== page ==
Japan is making history on Saturday as it brings back the first-ever beneath the surface rock samples of an asteroid.

The Hayabusa2 probe launched into space in December 2014, and it landed on Ryugu, a diamond-shaped asteroid. The probe is about the size of a fridge.

There was a capsule that was attached to the probe and that’s what was released back to Earth on Saturday.

This is so important because this is only the second time untouched material from an asteroid has been brought back to Earth, according to CBS News. Yuichi Tsuda, the project manager of the mission called it a “rare event in human history.”

The samples can give an insight to scientists to really know how various matter in space is spread across the solar system and how it affects the Earth.

Some scientists think that the rocks that make up the asteroid the probe landed on are somewhere around four billion years old.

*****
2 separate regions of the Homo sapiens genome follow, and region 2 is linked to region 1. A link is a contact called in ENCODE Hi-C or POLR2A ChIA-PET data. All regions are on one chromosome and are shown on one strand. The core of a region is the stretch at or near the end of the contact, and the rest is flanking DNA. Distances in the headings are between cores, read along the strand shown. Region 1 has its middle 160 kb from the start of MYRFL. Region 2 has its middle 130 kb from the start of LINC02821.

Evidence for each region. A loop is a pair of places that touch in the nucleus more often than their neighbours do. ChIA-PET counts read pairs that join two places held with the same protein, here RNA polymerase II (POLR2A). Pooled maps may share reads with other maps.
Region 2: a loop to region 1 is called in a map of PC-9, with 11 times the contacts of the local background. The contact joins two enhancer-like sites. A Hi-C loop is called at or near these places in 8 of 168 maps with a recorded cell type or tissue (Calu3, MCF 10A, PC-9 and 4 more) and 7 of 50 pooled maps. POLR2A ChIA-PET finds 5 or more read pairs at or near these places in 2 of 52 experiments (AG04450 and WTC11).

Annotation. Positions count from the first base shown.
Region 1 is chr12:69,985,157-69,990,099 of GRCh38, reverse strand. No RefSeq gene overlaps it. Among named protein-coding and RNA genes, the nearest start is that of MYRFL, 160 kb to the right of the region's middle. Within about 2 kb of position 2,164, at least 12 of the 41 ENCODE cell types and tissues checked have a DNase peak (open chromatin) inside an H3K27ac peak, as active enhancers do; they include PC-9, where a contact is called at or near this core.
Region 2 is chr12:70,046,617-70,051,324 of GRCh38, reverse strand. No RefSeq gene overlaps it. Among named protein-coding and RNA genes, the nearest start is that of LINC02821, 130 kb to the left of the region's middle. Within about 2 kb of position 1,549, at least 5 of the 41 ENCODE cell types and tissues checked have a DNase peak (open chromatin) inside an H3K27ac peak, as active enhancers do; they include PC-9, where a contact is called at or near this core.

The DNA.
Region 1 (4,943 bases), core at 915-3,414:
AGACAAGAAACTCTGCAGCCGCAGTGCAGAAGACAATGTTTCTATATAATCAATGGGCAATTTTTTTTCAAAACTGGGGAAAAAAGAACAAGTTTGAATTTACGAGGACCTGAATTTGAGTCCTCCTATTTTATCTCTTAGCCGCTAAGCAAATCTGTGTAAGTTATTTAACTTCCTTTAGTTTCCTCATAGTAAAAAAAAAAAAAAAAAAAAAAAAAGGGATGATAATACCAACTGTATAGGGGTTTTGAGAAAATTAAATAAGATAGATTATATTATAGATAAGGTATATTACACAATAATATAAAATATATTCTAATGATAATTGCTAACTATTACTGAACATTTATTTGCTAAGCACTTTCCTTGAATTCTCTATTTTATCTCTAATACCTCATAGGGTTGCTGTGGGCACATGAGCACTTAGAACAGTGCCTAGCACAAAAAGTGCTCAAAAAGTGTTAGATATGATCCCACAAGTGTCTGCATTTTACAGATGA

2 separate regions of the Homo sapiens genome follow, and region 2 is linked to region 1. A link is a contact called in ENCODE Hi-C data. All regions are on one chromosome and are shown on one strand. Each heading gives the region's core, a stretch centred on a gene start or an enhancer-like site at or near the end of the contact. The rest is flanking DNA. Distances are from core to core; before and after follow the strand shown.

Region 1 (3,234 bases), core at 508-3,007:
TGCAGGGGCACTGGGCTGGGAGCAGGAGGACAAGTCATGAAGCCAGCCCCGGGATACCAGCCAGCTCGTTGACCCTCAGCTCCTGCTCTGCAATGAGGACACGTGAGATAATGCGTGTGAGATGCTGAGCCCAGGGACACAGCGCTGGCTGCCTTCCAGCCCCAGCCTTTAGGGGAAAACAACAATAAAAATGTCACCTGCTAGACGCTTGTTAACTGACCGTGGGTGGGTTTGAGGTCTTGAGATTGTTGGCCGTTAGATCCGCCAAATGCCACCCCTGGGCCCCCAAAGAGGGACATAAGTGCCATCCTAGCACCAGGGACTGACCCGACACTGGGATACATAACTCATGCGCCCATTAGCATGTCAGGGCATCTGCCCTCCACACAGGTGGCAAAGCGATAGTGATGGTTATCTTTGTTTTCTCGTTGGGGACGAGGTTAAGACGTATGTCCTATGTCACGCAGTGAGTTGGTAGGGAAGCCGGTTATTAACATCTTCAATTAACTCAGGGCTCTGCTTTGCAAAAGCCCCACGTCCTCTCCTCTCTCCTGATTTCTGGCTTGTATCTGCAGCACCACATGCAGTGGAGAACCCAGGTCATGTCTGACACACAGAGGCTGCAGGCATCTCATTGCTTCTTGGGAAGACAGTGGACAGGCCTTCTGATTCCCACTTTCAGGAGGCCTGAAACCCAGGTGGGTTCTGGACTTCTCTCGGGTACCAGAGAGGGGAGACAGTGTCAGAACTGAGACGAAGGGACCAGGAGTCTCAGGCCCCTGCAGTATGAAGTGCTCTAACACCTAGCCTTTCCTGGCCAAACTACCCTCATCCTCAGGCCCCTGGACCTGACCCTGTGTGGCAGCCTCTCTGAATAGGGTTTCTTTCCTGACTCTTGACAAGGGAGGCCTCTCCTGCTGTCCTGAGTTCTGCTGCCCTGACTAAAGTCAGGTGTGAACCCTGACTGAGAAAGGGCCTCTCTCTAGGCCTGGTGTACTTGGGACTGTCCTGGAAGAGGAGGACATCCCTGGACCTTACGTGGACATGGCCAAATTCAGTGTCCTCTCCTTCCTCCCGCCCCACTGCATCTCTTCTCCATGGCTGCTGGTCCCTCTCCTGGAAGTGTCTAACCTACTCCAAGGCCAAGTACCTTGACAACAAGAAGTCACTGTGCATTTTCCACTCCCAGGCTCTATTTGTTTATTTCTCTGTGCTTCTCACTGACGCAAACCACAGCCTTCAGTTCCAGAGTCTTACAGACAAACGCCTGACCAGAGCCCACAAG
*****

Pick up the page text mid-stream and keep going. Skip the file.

"We may be able to get substances that will give us clues to the birth of a planet and the origin of life... I'm very interested to see the substances," Makoto Yoshikawa, the mission manager told reporters.

The capsule that was released shot across Australian skies and landed somewhere in the Australian outback. The parachute that was opened alerted those within the JAXA, Japan’s national aerospace and space agency.

Once the capsule is found in Australia, officials will do two things: process the samples and send them off to Japan, JAXA and NASA, and a set of samples will be saved for future studies.

NASA has also collected an asteroid sample from “Bennu.” The capsule will be released back to Earth in 2023 for more research.

If companies are going to mine asteroids for their resources, we will have to better understand asteroids’ composition and how they will respond. Emily Lakdawalla, Daniel Machacek, Ted Stryk, Gordan Ugarkovic